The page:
Note: This review is based on the Japanese version of the game.
Kingdom Hearts: Birth By Sleep is an upcoming PSP title that fans of the series have been looking forward to since the secret video at the end of Kingdom Hearts II. Released in Japan back in January, fans of the series in the Western world have since been enduring the excruciating wait for the localized release. Fans can rejoice, however, as that wait has been confirmed by Square Enix to be almost over, with the game announced for a September 7, 2010 release in the United States.
Having spent several dozen hours playing, and completing, the Japanese version of the game, I am happy to report that fans certainly have plenty to look forward to. The game offers a fresh perspective on the series without sacrificing the signature feel of the previous titles, tightening up the combat and the exploration while offering up one of the best visual experiences on the PSP. Except for a few small nitpicks, the graphics are easily on par with Kingdom Hearts II on the PS2, with very rare instances of slowdown. The game even offers configuration options to switch between 16-bit and 32-bit color modes, as well as an option to increase the clock speed of the PSP in order to improve performance at the cost of battery life.
The audio is also outstanding–Yoko Shimomura returns yet again to score the game, in what is arguably her best work in the series to date. The soundtrack consists of a mix of redone classic tracks from previous games in addition to a sizeable amount of new material. Players will find the best rendition of the series’ title theme, Dearly Beloved, awaiting them when they first boot up the game, and from there the experience only improves. The new battle themes in this iteration are some of the most powerful the franchise has heard, and the new renditions of older tunes are rearranged lovingly. Perhaps most impressive about the soundtrack, though, is the degree of musical cohesion.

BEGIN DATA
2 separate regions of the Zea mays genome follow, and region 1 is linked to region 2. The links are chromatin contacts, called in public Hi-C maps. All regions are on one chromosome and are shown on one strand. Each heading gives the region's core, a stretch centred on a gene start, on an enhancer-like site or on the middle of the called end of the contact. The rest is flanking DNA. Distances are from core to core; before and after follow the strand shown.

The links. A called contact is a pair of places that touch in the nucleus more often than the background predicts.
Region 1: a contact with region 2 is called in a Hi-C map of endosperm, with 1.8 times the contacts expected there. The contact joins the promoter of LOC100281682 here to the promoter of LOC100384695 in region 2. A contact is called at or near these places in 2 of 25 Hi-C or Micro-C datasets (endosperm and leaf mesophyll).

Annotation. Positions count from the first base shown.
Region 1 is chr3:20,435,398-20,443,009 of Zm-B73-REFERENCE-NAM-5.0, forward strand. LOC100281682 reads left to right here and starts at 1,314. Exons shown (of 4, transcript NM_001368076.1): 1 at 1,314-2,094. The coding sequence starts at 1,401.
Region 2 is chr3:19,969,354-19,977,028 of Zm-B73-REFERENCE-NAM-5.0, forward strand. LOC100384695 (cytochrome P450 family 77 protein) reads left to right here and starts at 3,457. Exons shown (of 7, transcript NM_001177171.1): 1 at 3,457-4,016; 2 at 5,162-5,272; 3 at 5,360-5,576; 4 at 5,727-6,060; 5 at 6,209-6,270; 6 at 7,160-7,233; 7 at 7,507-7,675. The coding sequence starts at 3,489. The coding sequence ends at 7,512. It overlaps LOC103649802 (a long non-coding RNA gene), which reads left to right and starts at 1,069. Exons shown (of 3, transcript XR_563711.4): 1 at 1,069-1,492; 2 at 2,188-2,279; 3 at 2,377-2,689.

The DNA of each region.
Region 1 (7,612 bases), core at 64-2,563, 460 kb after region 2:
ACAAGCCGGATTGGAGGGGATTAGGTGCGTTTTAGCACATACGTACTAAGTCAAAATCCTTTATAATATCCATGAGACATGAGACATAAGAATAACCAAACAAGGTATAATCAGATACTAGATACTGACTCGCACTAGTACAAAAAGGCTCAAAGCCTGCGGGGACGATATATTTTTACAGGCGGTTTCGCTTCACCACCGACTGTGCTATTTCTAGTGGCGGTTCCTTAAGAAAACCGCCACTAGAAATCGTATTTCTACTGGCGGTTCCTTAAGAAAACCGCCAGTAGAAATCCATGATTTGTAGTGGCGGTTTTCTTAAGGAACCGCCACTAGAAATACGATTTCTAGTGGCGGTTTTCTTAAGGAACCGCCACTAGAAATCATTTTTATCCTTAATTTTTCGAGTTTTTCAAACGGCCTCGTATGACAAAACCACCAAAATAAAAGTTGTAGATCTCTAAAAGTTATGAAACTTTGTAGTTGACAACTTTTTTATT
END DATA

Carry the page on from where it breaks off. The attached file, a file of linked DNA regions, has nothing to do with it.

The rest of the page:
A big part of the plot in Birth by Sleep is focused on the connections of these newcomers to the established main characters in the previous games–and their musical presence supports these connections. Major boss themes incorporate familiar sections from previous character and battle themes as appropriate, and by the time the game’s final (and by that I mean truly final) battle rolls around, players can practically hear the opponent’s story being told through the number of influences that previous tracks have on the final battle tune.
So the game has an outstanding audiovisual basis–anyone could have known that a game by Square Enix would–but even more importantly, the Kingdom Hearts formula is polished to near-perfection here. At its heart, the game is still an action-RPG with a menu of commands ever-present onscreen. However, unlike its PS2 brethren, Birth by Sleep offers a considerable amount of customization in combat. The main system through which this is accomplished is the Command Deck. Functioning like the card decks in the GBA and PS2 Chain of Memories games, players select from their collection of commands to create a deck of up to eight commands. These commands then appear in the player’s list, and can be cycled through with the D-pad and used by pressing the triangle button. Once a command has been used, it recharges after a set amount of time.
There are many commands to be found in the game, encompassing items (like potions and ethers), magic (like Thundara and Cure), and keyblade techniques (like Strike Raid and Sonic Blade). Each of the game’s three playable characters fights in such a way that they are predisposed towards certain types of commands, but all are able to use every command they come across, which allows for the player to fight any way they choose. For example, Terra’s attacks are slow, but his power is incredibly high, making him ideally suited to keyblade commands. However, through the use of a magic spell like Magnet, the player can pull all of the enemies in and make them helpless as he pummels them with his powerful physical attacks. There are also commands unique to each character, and these are among some of the most spectacular in the game.